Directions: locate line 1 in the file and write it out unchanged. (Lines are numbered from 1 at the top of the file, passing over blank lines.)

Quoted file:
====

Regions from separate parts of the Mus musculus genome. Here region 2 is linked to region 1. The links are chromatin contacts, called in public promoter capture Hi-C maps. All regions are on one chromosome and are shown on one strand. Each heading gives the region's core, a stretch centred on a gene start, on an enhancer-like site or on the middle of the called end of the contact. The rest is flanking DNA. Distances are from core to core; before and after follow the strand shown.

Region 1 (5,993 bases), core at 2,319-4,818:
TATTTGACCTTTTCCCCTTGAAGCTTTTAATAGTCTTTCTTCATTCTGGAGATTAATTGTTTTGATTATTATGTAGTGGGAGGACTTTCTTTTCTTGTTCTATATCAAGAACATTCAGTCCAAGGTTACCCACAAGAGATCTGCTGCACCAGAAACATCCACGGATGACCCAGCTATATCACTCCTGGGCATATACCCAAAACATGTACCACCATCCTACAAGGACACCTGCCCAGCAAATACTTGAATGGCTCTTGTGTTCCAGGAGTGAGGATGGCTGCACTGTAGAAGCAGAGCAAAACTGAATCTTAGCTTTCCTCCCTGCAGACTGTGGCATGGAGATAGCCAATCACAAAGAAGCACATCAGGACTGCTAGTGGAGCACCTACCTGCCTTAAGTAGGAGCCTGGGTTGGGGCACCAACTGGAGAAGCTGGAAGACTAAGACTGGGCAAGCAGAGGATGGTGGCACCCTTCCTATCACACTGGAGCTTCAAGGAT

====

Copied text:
Regions from separate parts of the Mus musculus genome. Here region 2 is linked to region 1. The links are chromatin contacts, called in public promoter capture Hi-C maps. All regions are on one chromosome and are shown on one strand. Each heading gives the region's core, a stretch centred on a gene start, on an enhancer-like site or on the middle of the called end of the contact. The rest is flanking DNA. Distances are from core to core; before and after follow the strand shown.